By Maria Saporta
The Power to Inspire fundraising for the Center for Civil and Human Rights Thursday night bridged the nonviolent student movement of the 1960s with the anti-gun violence student moved of today.
Three of the student leaders from Parkland, Fla. joined members of the Atlanta March for our Lives student leaders to tour the Center before the gala dinner.
For Jaclyn Corin, a junior at Marjory Stoneman Douglas High School, the parallels between then and now were striking.
The same was true for Brendan Duff and Kaylyn Pipitone, two college students who graduated from Douglas High School two years ago and became leaders in the movement against gun violence in Parkland.
The sweeping exhibit on the 1963 March on Washington at the Center for Civil and Human Rights – which included detailed information on how to prepare for the march – really resonated with the Parkland students.
“We followed their way, and we didn’t even know it,” said Corin, who mentioned the 10 points the March on Washington used, including soliciting celebrities and sings to the cause. “It’s just the proper way to do something.”
Duff said identified with the “behind-the-scenes” preparations of the march – practices the Parkland students had to implement for their journeys to Tallahassee to get laws changed in Florida and to Washington, D.C. to get federal laws changed.
The anti-gun violence student movement was in response to a mass shooting at Douglas High School on Valentine’s Day by a former student who was armed with an AR-15 rifle and shot 17 people, most of them high school students.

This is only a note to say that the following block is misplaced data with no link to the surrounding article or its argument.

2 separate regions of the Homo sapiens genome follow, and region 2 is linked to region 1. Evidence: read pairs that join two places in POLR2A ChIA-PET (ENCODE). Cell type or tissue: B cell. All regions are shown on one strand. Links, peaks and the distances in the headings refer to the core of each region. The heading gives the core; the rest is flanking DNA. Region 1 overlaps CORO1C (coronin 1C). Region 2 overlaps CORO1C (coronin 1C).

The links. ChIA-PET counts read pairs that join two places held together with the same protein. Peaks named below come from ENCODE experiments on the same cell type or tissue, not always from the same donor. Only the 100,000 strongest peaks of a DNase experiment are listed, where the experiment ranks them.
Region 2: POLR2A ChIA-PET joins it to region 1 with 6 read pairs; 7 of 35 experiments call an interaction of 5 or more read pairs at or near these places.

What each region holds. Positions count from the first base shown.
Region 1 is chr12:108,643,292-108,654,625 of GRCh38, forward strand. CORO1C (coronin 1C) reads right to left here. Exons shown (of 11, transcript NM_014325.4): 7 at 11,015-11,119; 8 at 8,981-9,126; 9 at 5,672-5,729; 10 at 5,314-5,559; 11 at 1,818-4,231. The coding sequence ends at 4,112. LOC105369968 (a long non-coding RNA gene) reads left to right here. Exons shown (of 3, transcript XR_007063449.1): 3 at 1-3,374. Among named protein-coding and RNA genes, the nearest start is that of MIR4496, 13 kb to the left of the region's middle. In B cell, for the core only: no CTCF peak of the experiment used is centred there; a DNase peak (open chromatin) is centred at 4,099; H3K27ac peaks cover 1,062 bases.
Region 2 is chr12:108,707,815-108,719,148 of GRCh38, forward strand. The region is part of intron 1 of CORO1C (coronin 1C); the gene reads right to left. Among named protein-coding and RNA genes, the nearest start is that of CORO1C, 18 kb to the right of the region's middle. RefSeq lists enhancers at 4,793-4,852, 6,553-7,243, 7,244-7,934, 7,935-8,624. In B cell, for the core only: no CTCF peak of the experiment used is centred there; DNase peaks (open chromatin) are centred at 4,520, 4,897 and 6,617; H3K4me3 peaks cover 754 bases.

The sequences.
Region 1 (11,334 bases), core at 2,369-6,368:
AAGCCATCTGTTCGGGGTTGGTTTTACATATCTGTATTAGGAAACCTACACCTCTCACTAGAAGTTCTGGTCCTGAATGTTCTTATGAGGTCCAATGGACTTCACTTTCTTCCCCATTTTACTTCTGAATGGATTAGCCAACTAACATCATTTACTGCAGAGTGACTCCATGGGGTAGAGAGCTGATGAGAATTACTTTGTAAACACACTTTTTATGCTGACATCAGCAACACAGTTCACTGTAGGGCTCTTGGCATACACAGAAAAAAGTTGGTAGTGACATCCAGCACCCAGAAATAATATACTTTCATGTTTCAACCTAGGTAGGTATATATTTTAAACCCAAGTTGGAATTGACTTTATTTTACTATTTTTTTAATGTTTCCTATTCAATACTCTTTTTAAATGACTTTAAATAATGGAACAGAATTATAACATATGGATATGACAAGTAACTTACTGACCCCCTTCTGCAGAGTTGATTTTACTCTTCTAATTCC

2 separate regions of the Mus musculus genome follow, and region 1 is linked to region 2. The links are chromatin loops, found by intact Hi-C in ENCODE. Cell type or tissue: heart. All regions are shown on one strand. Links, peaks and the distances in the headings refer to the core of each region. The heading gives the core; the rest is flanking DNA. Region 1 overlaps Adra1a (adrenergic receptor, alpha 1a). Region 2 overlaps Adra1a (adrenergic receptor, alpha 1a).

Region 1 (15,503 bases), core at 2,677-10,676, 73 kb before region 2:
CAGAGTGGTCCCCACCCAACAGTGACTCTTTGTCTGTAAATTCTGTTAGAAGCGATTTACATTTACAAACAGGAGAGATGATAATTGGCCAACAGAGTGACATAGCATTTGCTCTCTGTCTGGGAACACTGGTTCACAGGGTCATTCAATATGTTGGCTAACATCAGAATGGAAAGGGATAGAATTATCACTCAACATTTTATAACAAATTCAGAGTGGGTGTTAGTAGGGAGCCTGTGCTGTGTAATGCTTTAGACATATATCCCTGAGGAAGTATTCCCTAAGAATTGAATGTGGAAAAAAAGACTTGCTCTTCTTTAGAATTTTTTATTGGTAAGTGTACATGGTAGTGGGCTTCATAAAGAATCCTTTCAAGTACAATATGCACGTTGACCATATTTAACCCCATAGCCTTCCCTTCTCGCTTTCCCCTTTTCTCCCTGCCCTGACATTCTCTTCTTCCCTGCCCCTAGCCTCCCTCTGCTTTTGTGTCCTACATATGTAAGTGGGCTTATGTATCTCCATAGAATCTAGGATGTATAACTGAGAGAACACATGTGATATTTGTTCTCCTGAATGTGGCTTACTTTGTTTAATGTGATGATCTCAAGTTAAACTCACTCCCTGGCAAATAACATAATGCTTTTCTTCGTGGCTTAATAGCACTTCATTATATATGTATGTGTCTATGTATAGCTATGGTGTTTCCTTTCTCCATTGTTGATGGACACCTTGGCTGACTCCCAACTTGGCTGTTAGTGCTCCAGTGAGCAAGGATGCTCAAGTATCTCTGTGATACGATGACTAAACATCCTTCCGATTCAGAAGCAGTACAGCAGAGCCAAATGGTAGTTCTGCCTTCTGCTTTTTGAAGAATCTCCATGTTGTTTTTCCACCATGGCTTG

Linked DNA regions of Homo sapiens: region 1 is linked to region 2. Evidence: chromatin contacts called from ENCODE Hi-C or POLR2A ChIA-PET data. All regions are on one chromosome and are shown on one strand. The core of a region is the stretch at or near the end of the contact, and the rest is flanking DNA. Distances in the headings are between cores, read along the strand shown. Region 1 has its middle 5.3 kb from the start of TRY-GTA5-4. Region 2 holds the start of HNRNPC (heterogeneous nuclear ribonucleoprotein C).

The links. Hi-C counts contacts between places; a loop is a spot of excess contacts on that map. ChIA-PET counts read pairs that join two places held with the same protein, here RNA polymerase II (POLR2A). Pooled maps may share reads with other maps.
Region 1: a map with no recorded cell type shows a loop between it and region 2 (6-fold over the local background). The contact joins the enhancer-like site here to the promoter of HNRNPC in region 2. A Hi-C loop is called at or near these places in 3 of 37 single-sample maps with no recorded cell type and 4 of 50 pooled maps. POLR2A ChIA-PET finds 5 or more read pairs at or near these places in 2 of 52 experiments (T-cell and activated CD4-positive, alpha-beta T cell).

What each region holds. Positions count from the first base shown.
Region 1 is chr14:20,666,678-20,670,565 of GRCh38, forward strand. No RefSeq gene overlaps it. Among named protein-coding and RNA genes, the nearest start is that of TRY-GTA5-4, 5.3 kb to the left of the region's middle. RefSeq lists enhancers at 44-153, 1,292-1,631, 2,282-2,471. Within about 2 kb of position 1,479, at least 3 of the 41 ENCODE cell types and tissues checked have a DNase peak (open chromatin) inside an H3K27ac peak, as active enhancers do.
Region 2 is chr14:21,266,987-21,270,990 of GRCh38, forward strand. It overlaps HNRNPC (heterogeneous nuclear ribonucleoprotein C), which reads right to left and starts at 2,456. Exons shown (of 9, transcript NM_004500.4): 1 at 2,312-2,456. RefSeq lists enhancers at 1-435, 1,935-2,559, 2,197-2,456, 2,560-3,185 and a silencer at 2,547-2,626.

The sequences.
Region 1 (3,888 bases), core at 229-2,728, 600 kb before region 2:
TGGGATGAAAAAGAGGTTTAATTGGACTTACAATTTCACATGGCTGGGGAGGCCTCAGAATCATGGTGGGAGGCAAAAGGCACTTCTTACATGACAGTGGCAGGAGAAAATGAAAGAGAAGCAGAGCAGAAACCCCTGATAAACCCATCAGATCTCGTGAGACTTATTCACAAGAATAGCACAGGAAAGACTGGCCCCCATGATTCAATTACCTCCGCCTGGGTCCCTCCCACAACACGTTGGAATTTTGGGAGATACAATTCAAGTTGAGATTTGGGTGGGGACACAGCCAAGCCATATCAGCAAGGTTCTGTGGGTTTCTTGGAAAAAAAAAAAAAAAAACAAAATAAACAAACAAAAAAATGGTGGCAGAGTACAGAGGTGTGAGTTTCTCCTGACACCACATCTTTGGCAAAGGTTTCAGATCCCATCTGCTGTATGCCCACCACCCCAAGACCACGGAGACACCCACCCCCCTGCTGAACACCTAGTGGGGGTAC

Two weeks after the shooting, the Parkland students met with the Peace Warriors, a group of predominantly black high school students from Chicago, who have been fighting gun violence for 10 years.
The Peace Warriors and the Parkland students adopted the principles of nonviolence that had been central to Martin Luther King Jr. and the civil rights movement of 50 years ago.
“There are so many parallels between our movements,” Corin said. “We just have so many tools on how a movement is successful.”
“Nonviolence is a core principle,” Duff added.
During the dinner, the students sat at the table of Hank Thomas, one of the original13 Freedom Riders, who traveled on Greyhound and Trailways buses in 1961 in the south to protest racial segregation. Thomas, who went on to become one of the founders of the Student Nonviolent Coordinating Committee, now serves on the board of the Center for Civil and Human Rights.
During their tour of the Center, the Parkland students posed with picture of Thomas as a young Freedom Rider when he was roughly the same age as the Parkland students.
So what’s next? The students saw another parallel between the civil rights movement and the anti-gun violence movement.
“Phase 1 was the march,” Corin said. “Phase 2 is working to have the largest turnout ever in November. This issue needs to be a priority.”
Corin, who is 17, will have her birthday two weeks before the election – which means she will be able to vote for the first time.